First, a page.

Over the past seven weeks, this series of articles has detailed the various aspects that will constitute the single regulatory regime following N2.
We have looked at the statutory responsibilities of the FSA, what it has accomplished to date and what is on the agenda in the months following December 1. We have also examined how it will interact with Government departments and trade bodies and the role played by other regulatory bodies.And we have provided profiles of senior and key people within the regulator.
With only two weeks to go before the FSA finally gains its full authority, IFAs have been inundated with literature about what they must to do to prepare for the new regime.
This must be quite overwhelming for IFAs, the majority of whom are small businesspeople trying to run their companies while juggling the obligations placed upon them by the regulator.
What will change in the post-N2 world for IFAs? How will their relationship with the FSA be affected by the existence of a single regulator as opposed to a number of separate bodies?
If everything goes to plan, there should be very little difference. Effectively, the FSA has been operating as a single body since October 1997. It has been preparing for the official handover since that time and, if one believes FSA spokespeople, is ready and waiting.
Saying that, there are a number of issues where IFAs will quickly notice a change, even if it is only the name at the top of the headed paper on the correspondence they receive.
Perhaps the most important thing as far as IFAs are concerned is how much are they going to have to pay.
Costs will remain the same until April, when the next financial operating year begins. IFAs will then receive a joint bill from the three bodies they contribute funds to – the FSA, the Financial Ombudsman Service and the Financial Services Compensation Scheme.
IFAs' share of the operating costs of the FSA have until now been covered by providers. The ABI and Aifa are currently in negotiations to continue this relationship but have yet to reach an agreement.
The ombudsman hits IFAs with a two-pronged assault. At the moment there is a fee of £500 for every complaint made against them. This is expected to drop to £350 per complaint after April, although this too is still being consulted upon.
The ombudsman also charges a general levy on all member firms, which accounts for the other half of its budget. The amount varies depending on the size of the firm so, proportionally, IFAs pay a lot less than product providers.
The running of the compensation scheme also requires IFAs to dip into their pockets but 85 per cent of these costs have long been subsidised by product providers.
It is again unclear whether this relationship will continue post-N2 but it is thought some form of subsidy will remain.
A one-off issue affecting IFAs is grandfathering, the process by which authorised firms continue their status after N2. For most, this is a straightforward matter of simply ensuring their own records match the FSA's in terms of number of registered individuals they have and the type of business they do.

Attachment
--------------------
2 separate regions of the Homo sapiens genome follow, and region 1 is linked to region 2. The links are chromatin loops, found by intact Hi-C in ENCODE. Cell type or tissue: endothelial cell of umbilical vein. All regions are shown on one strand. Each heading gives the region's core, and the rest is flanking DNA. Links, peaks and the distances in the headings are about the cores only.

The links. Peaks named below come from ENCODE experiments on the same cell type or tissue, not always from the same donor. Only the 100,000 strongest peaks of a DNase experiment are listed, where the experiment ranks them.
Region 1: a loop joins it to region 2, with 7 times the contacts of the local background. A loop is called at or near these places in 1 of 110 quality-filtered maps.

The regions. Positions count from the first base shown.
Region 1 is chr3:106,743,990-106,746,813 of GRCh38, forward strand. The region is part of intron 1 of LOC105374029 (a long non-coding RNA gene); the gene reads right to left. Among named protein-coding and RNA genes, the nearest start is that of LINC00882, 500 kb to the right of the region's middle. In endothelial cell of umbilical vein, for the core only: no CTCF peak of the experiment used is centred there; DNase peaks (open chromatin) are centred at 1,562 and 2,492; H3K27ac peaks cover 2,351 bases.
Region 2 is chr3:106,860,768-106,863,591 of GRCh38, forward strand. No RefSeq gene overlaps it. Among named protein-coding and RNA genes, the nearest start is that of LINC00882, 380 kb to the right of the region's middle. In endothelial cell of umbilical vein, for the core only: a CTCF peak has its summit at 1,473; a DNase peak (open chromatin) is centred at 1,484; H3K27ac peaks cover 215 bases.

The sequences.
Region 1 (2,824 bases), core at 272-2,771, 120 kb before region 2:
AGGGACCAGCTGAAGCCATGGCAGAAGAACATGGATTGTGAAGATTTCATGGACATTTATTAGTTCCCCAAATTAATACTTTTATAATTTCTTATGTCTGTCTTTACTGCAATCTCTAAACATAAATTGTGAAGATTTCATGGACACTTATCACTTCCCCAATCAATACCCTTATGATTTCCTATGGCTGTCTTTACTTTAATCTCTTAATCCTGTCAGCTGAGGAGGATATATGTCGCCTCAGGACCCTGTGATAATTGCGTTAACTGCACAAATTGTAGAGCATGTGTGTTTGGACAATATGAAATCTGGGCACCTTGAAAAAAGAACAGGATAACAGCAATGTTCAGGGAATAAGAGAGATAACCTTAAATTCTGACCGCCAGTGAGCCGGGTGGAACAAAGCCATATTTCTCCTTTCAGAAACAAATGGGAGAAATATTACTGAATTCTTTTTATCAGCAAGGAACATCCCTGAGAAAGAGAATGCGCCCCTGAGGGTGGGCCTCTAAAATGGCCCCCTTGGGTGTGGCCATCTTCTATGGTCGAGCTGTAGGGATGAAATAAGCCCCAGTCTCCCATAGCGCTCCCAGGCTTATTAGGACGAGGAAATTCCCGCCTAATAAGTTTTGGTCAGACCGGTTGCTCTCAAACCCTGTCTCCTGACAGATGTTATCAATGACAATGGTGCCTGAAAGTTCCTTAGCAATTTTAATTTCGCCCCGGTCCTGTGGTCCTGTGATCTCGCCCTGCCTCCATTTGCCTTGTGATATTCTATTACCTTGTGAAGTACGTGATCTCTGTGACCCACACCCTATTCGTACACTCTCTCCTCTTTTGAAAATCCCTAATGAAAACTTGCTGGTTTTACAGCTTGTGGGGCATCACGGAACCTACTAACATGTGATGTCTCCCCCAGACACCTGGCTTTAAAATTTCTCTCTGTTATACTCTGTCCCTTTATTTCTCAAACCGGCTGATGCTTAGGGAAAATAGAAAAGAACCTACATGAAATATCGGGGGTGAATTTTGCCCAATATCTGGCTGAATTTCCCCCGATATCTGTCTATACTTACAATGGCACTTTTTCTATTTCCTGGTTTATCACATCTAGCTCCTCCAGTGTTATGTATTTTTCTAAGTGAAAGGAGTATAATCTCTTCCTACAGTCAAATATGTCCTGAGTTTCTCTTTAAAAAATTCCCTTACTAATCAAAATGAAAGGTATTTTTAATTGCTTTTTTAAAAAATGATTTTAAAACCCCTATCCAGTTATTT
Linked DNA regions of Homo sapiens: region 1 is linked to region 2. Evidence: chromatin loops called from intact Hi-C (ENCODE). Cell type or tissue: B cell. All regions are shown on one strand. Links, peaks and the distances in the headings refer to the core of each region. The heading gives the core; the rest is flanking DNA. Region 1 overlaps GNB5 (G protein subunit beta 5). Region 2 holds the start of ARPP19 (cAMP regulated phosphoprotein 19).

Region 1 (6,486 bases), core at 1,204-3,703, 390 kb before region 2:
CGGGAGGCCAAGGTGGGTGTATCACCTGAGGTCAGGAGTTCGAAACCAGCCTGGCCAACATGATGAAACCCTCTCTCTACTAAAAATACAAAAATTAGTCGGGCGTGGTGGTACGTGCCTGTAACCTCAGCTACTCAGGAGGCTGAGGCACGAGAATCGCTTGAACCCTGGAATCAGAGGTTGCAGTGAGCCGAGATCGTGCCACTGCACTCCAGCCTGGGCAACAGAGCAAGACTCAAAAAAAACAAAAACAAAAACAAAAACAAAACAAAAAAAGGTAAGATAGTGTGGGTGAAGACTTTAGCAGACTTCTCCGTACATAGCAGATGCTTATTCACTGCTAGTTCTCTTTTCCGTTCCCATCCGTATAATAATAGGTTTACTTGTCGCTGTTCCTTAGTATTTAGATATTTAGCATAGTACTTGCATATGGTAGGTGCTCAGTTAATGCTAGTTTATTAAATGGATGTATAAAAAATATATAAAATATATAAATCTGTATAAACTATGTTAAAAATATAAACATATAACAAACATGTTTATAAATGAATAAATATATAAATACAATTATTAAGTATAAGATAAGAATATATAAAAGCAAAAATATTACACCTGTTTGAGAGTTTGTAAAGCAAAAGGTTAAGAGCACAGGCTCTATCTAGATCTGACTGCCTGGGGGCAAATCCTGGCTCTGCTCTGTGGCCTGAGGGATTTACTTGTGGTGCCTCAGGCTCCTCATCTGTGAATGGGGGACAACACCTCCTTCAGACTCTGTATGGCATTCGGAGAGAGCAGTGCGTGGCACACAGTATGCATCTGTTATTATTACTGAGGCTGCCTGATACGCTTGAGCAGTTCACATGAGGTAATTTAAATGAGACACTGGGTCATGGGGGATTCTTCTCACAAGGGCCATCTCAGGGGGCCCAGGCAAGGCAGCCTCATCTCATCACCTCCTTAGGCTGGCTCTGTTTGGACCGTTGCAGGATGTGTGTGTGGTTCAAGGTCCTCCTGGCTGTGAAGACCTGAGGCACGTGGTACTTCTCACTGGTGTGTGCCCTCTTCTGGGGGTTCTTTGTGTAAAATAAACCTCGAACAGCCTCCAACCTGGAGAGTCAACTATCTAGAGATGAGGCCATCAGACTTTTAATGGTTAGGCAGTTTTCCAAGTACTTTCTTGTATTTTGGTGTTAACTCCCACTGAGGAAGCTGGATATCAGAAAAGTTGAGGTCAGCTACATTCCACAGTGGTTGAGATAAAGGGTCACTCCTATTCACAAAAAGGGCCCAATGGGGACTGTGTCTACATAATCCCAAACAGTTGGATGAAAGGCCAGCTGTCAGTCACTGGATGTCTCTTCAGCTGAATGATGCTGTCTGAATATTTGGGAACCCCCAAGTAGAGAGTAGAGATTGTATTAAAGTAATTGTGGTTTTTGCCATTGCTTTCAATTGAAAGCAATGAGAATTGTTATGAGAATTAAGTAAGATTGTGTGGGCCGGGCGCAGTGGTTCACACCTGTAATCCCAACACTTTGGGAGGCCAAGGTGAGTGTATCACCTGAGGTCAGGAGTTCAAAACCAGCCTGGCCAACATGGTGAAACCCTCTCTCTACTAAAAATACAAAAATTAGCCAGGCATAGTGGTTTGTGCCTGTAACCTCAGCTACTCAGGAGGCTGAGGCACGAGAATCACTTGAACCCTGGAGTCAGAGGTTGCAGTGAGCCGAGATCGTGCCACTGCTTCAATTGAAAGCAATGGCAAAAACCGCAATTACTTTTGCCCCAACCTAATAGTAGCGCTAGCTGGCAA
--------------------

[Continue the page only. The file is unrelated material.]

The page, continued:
But for a small minority, for example, IFA firms recently set up or which have significantly changed the type of business they conduct in the last six months, there still may be considerable difficulties in continuing their authorised status.
Grandfathering should be an issue that resolves itself shortly after N2. Most IFAs have received communication from the regulator that all is proceeding as expected.
As has often been mentioned in the past, the FSA is undertaking a major review of training and competence standards among advisers, which is likely to see significant changes to the level of expertise IFAs must attain. FSA head of industry training David Jackman is expected to publish a consultation paper outlining firm proposals for the way forward in December.
Some suggestions have involved getting rid of the alphabet soup of professional recognition letters following many IFAs' names, annual exams to maintain acceptable standards of knowledge and introducing further qualifications to increase public confidence.
A key part of the new regulatory regime is its risk-rating system. No longer will every authorised firm receive the annual visit from the men in black sunglasses. Instead, each firm has been allotted a risk rating depending on the type of business they do and the number of authorised individuals they have.
Most IFAs fall into the lowest categories of risk, C or D, which means they will receive comparatively the least amount of regulatory attention.
This does not mean the FSA will turn a blind eye to their activities. It means that, following a process aimed at spending the FSA's resources in the most efficient fashion, it has been decided to spend more time focusing elsewhere.
The final change, which IFAs are likely to be most grateful for, is the consolidation of all the regulatory rules and guidance into a single sourcebook. Some IFAs were previously authorised by both the PIA and FSA, which meant carrying around not one but two rulebooks.The change results in a single research tool but IFAs will be happy because it means less weight to cart around when they are out visiting clients.